White Sox

Youk's agent won't rush to make a deal

880669.png

Youk's agent won't rush to make a deal

NASHVILLE, Tenn. -- Kevin Youkilis may be the most talked about free agent third baseman, but his representative isnt in a rush to complete a deal.
Agent Joe Bick arrived at the winter meetings on Monday and stayed away from specifics as he discussed Youkilis. The White Sox and Philadelphia Phillies are believed to have the most interest in Youkilis, who had 15 homers and 46 RBIs after came to South Side in a trade in late June.
But Bick remained vague as he talked about when or where his client will land and how much it will take to get him there, aside for an allowance that Youkilis is also open to playing first base.
Whatever it takes to get the right deal in place, Bick said. Certainly everybody would rather have it happen sooner than later, but it doesnt always work out that way. Were prepared to do a deal when the right deal is there.
Youkilis played through several bumps and bruises after he joined the White Sox last season.
He appeared in 80 of the teams 90 games after the June 24 trade brought him over from the Boston Red Sox even though he had bursitis in his right knee and battled several other nagging injuries.
But Bick said his client is in good health for the first time in three offseasons. Youkilis had surgery on his thumb at the conclusion of the 2010 seasons and underwent hernia surgery after 2011.
Its the best that hes been in several years, Bick said. Completely healthy. The good news is he hasnt spent a minute this winter rehabbing anything. Feels good. Feels strong. Everything is going great.
Youkilis, 33, said in early October he believed his health is on the right track.
Hopefully I have some good years to still play the game, Youkilis said. I hope to play a few more years and hopefully good quality years of playing.

A great escape and a positive 'learning moment' for Lucas Giolito

A great escape and a positive 'learning moment' for Lucas Giolito

So often in this rebuilding season, Rick Renteria has talked of "learning moments," and as is evident from the team's win-loss numbers and many other statistics, those "learning moments" have largely ended in negative results.

It's not to say the lessons haven't been valuable ones, and growing pains now could lead to big-time success down the road, when the White Sox shift from rebuilding mode to contention mode.

But Tuesday night in Detroit, one young player, a significant piece of the team's long-term plans, succeeded in such a moment. And it looked like a step forward for a guy who's called himself one of the most inconsistent pitchers in baseball this season.

Lucas Giolito looked like he was heading for another disappointing outing early, when he relinquished a three-run lead in the first inning, allowing three runs that grew his first-inning ERA on the season to 8.63. But he settled down nicely from there, allowing just two base runners over the next four innings and allowing the White Sox to jump back ahead, which they did, leading 6-3 by the time Giolito's biggest challenge came around.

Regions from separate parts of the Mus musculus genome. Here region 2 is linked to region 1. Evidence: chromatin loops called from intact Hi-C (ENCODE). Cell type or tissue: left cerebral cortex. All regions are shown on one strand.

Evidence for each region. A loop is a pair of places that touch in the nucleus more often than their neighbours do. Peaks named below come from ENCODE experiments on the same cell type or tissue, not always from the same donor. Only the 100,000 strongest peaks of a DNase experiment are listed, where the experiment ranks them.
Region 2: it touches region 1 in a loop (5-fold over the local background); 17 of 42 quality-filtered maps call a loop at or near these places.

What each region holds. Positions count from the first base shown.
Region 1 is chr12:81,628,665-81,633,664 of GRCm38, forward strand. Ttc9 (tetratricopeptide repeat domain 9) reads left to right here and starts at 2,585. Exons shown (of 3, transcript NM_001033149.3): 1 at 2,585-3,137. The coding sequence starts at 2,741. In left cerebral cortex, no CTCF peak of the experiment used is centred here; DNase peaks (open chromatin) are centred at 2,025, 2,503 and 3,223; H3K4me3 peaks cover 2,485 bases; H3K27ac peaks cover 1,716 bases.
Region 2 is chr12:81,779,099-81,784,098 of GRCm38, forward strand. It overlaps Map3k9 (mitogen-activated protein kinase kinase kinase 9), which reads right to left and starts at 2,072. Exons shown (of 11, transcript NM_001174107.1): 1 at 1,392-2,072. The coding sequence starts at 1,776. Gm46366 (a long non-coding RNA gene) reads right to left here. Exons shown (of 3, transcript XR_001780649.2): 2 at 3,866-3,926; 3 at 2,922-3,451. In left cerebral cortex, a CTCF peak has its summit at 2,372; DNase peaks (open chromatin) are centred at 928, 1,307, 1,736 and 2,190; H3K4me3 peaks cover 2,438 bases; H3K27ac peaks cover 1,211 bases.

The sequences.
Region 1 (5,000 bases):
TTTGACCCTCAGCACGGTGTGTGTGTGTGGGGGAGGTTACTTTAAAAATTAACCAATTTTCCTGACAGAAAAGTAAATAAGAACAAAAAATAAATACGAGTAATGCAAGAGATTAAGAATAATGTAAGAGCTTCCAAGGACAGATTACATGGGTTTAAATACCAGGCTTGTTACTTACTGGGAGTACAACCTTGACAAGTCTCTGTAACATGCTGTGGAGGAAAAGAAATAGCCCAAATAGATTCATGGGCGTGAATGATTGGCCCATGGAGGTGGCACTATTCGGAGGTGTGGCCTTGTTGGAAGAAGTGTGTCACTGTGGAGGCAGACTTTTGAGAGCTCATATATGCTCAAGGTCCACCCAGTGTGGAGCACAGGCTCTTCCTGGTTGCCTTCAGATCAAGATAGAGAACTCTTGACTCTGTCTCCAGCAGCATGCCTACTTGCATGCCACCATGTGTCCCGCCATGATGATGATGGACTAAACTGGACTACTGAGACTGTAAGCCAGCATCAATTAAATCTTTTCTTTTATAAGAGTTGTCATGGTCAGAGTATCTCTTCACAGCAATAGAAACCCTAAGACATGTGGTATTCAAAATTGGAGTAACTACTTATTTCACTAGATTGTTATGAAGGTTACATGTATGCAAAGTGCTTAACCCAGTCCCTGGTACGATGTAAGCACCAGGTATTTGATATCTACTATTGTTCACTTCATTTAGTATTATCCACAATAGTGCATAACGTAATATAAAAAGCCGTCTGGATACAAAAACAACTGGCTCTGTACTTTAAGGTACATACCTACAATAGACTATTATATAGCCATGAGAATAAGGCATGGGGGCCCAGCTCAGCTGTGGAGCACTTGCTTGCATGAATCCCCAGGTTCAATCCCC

The Tigers loaded the bases to start the bottom of the sixth, putting three on with nobody out for Giolito, who has been susceptible to the big inning often this season, including in his previous start, when he gave up six runs in the second inning against the New York Yankees.

Renteria could've pulled the plug there and brought in a fresh reliever to try and limit the damage and keep his team's three-run lead alive. Instead, he allowed Giolito to stay in — another example of certain developmental things being more important than wins and losses this season — and the right-hander rewarded him. Giolito got a shallow flyball, a strikeout and a popup on the infield to end the inning with no runs scoring.

Giolito was obviously happy about that, and cameras showed him sharing a smile with Renteria in the dugout.

The White Sox won the game and now have a 6-2 record in Giolito's last eight starts. They're .500 (12-12) in his 24 starts this season, an interesting note, if not a terribly meaningful one, considering the team's overall record is 33 games below the .500 mark.

These "learning moments" have defined this developmental season on the South Side, and often they've come with the caveat of growing pains and the promise of a better tomorrow, despite a somewhat painful present.

This moment, though, came with a very visible sign of things moving in the right direction for Giolito. It doesn't mean Giolito will take off from here. But it's a good sign and something the White Sox have to be happy about as Giolito continues to develop at the major league level.

White Sox Talk Podcast: Will the White Sox call up Jimenez and/or Kopech this season?

0513-michael-kopech-eloy-jimenez.jpg
AP/USA TODAY

White Sox Talk Podcast: Will the White Sox call up Jimenez and/or Kopech this season?

With Eloy Jimenez and Michael Kopech dominating in Triple-A, we tackle the No. 1 question on the mind of every White Sox fan: Are either or both of the White Sox top prospects going to play in the majors this year?

Chuck Garfien, Vinnie Duber and Slavko Bekovic give their takes and predictions. Plus, which other minor leaguers should be called up in September?

Listen to the full podcast here or via the embedded player below: